'Creag Dearg! Oh Dhia, Dhia, Dhia!' Peter the Post sunk down into a chair and gazed dully into the fire. 'Twenty miles away — twenty miles. And here's lain Chisholm just in from Tarbert farm — three miles in four minutes on yon big Velocette of his — to say that the Buidhe ferry is out in the middle of the Sound, firing distress rockets. And the MOLLY ANN at Creag Dearg. Mo chreach, mo chreach!' He shook his head slowly from side to side.

'The ferry!' I said stupidly. 'The ferry! Big John must be smashed mad to take her out on a night like this!'

'And every boat in the fishing fleet sheltering up by Loch Torridon like enough,' said Torry bitterly.

There was a long silence, then old Grant was on his feet, still puffing away.

'All except mine, Torry Mor,' he said, buttoning up his oilskins. 'It's God's blessing that Donal' and Lachie went to Scavaig to look over this new drifter.' He stopped and looked slowly around. 'I'm thinking I'll be needing a bit hand.'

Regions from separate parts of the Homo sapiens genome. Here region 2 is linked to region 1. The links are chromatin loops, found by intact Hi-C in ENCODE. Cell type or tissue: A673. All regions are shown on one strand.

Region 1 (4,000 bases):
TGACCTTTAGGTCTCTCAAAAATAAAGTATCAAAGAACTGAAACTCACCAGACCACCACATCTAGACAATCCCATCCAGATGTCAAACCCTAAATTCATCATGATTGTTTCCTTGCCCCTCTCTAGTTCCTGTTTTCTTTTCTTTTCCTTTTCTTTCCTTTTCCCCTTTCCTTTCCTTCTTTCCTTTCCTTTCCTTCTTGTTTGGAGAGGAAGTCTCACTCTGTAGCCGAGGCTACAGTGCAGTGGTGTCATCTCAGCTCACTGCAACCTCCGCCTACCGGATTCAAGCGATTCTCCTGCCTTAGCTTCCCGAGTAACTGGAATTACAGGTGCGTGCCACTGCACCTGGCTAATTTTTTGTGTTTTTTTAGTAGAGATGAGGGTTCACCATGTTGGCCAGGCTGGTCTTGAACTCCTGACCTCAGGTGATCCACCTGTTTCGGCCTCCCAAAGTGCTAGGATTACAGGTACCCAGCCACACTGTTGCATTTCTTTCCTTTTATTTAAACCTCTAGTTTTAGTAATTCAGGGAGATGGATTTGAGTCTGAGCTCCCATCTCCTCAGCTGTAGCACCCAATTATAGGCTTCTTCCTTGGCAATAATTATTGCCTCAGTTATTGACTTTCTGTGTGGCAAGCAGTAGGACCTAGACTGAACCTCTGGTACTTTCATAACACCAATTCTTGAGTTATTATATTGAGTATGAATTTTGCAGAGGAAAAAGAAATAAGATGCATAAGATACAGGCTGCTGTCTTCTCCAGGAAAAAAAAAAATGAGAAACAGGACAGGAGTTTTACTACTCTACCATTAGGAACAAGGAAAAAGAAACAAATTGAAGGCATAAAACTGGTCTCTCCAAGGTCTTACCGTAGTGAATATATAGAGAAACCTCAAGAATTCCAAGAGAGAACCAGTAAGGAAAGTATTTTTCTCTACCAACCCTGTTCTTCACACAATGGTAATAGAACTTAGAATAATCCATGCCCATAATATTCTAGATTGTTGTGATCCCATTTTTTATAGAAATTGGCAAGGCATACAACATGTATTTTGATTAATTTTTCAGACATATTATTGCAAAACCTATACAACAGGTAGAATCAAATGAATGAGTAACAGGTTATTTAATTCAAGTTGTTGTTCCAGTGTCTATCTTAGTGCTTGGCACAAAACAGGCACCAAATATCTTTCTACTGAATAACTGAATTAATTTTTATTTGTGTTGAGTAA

We just stared at him, and when Eachan spoke it was like a man in a stound.

'You mean you'll take yon old tub out in this, Seumas?' Eachan was staggered. 'Forty years old if she's a day — and the seas like houses roaring straight down the Sound. Why, you'll be smashed to pieces, man — before you're right clear of the harbour mouth.'

'Lachie would go.' Old Grant stared at the ground. 'He's the coxswain. He would go — and Donal'. I canna be letting my boys down.'

'It's suicide, Mr Grant,' I urged him. 'Like Eachan says, it's almost certain death.'